Photo Credit: PBS.org
By Yonatan Gordon
For those of you keeping track of our journey through the solar system, we are now up to Mars. Relating back to the first part in this series, this also puts us at Might (gevurah), or post-apocalyptic devastation.
The immediate question that comes to mind, is how can we still say that Mars relates to science fiction? After all, it’s been over a hundred years since H.G. Well’s “The War of the Worlds” in 1898. Even if we did see flying objects in our skies today, we would probably attribute their origin to some other planet.
This question is compounded, especially since the Curiosity Rover has just completed a successful first year on the red planet; and final plans are now nearing completion for sending the next probe, called MAVEN.
So we now know, thanks to Curiosity, that Mars had favorable conditions for supporting microbial life (at least). But seeing as science fiction writers have seemingly already left Mars for other planets, why are we still talking about it?
The simple answer, is that the theme or concept behind our desire to travel to Mars, is still very much alive and well. While we spoke about this in our articles written short after Curiosity landed (Steering our Curiosity to Mars, and Is Science Cool Now?), it comes down to our desire to find green, in otherwise red environments.
In many ways, we still haven’t found what we we where looking for. While we may have discovered signs of potential life, as we spoke about in those articles and “The Search for Extraterrestrial Life: An Introduction,” the greatest results really take place down here on Earth. Especially when this blue planet itself, is seen as a place of harshness or redness. If we can find life on Mars, so the reasoning goes, this gives us all hope in any seeming “apocalyptic” or barren situation down here on Earth.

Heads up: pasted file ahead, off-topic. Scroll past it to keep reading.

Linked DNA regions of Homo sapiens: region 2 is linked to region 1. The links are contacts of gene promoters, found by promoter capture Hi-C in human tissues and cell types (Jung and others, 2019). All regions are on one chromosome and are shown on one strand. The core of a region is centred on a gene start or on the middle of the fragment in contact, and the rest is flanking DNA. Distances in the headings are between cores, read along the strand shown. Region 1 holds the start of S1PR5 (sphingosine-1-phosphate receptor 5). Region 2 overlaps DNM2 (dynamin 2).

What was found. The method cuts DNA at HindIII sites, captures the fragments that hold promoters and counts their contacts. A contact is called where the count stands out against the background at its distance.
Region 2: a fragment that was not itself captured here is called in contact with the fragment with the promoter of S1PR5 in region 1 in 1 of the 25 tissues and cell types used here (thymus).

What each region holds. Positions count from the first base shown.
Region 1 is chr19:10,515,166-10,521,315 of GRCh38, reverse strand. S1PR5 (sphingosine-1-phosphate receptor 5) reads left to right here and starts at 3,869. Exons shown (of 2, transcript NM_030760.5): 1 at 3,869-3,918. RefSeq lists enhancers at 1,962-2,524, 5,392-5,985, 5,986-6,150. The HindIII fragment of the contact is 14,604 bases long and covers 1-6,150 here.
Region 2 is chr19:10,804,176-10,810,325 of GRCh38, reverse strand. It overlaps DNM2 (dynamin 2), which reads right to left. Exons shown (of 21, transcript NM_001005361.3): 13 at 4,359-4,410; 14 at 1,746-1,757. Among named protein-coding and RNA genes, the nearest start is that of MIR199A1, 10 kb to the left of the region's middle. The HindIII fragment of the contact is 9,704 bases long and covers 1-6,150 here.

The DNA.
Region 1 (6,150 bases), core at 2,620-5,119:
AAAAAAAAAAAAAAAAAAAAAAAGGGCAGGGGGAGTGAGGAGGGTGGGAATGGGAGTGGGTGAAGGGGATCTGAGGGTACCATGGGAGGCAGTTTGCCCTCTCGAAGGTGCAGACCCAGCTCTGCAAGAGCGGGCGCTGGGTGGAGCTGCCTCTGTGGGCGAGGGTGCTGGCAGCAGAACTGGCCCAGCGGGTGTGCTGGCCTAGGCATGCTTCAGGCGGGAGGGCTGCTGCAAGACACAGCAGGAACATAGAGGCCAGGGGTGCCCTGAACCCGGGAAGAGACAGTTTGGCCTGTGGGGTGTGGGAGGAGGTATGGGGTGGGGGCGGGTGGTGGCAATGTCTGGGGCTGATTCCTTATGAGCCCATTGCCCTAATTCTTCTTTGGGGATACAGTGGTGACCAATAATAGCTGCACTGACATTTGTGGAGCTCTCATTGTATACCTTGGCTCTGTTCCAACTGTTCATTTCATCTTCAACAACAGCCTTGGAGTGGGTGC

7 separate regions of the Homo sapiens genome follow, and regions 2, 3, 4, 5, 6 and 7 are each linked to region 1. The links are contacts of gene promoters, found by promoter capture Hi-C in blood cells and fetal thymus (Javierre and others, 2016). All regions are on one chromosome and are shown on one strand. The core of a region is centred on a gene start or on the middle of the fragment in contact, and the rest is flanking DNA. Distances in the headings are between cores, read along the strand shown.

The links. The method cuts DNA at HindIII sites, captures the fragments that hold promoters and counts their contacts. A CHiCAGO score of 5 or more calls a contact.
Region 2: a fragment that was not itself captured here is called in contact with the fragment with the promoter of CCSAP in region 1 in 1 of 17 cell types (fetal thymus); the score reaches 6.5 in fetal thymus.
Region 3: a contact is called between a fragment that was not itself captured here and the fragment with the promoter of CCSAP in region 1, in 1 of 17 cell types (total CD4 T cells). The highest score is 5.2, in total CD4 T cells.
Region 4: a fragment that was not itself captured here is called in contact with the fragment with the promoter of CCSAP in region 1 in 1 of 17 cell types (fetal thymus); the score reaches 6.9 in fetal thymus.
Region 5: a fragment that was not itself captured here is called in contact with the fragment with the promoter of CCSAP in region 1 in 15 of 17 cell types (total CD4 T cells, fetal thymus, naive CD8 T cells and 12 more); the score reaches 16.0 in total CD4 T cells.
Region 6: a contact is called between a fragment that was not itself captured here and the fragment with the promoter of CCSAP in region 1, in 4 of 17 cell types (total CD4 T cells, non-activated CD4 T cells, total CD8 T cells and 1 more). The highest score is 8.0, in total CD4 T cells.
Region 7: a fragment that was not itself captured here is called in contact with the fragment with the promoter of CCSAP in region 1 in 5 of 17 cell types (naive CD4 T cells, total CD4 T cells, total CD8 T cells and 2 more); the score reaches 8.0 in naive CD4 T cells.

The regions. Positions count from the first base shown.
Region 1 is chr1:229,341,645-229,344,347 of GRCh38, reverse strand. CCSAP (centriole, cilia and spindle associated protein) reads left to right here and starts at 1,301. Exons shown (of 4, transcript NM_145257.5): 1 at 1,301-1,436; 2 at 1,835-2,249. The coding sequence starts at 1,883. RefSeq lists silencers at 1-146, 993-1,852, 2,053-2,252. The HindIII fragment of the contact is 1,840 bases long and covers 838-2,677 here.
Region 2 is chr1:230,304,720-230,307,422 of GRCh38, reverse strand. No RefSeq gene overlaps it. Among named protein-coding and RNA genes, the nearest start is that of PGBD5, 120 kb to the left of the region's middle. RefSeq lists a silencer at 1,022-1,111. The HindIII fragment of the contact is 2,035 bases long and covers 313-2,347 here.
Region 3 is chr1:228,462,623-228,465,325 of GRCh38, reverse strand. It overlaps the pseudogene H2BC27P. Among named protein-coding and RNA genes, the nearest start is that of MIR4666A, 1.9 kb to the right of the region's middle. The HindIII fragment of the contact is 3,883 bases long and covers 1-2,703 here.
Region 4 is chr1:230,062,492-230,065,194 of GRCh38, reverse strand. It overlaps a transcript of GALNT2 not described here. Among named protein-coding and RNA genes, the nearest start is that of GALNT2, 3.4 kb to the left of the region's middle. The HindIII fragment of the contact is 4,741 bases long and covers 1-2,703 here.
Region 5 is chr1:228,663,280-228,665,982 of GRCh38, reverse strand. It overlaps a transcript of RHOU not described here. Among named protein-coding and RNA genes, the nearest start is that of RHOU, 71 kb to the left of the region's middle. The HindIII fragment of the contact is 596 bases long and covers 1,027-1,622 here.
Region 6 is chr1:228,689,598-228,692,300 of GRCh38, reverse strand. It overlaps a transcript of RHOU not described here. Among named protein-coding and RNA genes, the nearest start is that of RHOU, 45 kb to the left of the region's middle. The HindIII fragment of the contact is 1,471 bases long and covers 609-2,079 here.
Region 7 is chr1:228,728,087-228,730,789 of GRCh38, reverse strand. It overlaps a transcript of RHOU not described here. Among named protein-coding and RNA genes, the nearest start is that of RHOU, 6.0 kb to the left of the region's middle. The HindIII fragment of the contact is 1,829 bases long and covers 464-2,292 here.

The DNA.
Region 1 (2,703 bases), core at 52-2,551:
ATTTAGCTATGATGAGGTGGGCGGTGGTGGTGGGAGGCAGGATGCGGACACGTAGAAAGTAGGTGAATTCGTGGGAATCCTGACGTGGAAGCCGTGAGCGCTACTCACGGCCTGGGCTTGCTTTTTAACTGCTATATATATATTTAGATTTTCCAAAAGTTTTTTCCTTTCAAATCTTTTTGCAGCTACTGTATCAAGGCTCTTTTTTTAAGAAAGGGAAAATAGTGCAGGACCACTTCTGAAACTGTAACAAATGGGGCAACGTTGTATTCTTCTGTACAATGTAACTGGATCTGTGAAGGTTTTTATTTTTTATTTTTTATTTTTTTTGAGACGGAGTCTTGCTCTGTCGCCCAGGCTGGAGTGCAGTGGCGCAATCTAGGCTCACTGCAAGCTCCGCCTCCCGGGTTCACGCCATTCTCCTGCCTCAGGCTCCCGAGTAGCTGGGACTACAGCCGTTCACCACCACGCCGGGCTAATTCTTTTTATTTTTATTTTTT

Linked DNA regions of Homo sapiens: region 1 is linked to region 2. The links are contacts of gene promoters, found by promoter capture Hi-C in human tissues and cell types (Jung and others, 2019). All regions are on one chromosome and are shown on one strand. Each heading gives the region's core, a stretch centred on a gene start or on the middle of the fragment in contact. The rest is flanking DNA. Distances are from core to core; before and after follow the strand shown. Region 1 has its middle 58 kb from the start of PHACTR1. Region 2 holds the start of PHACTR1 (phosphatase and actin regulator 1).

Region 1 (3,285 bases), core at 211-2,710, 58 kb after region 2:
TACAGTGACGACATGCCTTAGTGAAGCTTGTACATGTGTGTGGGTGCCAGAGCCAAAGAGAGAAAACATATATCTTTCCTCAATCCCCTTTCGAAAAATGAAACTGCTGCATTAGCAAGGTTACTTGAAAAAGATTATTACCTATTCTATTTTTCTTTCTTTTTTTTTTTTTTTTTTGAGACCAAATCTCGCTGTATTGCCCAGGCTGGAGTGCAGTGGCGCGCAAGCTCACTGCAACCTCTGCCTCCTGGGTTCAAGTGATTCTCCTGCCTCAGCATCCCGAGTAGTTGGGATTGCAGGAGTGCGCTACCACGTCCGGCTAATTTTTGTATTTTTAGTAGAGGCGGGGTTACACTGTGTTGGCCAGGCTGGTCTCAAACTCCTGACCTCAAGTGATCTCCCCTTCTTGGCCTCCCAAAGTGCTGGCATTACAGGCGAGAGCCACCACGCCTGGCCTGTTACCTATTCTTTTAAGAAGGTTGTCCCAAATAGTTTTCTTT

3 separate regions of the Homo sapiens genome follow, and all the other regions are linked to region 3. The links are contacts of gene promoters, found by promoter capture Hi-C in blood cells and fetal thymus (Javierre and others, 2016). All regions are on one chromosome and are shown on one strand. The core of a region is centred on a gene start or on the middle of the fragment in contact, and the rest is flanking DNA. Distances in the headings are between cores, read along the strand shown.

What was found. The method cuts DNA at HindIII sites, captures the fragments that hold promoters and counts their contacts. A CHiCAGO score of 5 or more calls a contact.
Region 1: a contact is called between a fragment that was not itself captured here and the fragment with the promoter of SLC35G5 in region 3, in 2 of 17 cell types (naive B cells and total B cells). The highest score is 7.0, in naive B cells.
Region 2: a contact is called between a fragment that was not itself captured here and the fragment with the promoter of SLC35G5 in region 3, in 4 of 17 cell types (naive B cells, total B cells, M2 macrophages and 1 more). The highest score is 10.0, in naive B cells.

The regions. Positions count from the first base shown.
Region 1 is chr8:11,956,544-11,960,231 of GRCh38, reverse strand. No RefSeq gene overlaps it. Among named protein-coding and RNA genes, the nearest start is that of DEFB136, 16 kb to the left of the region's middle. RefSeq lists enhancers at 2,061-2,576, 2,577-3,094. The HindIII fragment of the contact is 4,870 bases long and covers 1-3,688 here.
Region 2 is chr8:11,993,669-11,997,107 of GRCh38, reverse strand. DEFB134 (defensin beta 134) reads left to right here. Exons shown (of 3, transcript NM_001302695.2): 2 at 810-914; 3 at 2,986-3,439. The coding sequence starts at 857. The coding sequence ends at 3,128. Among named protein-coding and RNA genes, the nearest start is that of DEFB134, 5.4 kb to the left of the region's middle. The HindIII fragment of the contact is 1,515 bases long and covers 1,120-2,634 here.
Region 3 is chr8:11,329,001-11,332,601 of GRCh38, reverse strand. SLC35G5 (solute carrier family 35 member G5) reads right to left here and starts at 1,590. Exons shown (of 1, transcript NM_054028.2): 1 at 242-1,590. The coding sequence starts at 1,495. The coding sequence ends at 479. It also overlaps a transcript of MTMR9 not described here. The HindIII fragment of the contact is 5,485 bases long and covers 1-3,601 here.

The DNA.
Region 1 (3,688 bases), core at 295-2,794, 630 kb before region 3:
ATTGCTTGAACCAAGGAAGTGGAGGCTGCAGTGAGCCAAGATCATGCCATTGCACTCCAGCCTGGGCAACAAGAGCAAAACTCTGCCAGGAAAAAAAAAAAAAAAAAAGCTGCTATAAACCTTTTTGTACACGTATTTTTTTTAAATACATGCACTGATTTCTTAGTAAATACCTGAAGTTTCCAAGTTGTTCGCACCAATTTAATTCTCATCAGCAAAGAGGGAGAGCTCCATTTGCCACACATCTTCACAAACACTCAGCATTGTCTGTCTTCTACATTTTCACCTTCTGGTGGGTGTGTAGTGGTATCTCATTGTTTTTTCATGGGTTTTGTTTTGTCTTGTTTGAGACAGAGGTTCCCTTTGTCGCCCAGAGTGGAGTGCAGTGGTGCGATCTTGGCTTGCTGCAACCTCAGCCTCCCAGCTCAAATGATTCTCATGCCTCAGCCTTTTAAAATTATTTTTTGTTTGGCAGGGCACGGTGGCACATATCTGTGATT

Birth from Destruction
What we didn’t mention last time, was that while the two Temples were destroyed on Tisha B’Av, Mashiach was also born then. From out of the most destructive events, also began the process of the ultimate redemption.
This is a lesson that modern-day science fiction movies could learn well. While most recent science fiction films depict some destructive set of events, the end result should be something green and verdant. While it would be better for them to use the specific context of our discussion (i.e. that the goal is the building of the third and eternal Temple), they would benefit by simply following the general themes of our discussion as well.
Even our present-day (or some futuristic) Earth seems red and barren, there is still potential to find green there. To be successful (the other meaning of “green” today), and to be able to prosper amid seemingly harsh circumstances.
Ultimately, this entails the rebuilding of our seeming “fallen” or “destroyed” world, more glorious and wondrous than ever before. As with our hope to rebuild the third Temple, the descent or the destruction, was for the sake of an ultimately greater and ever-lasting ascent.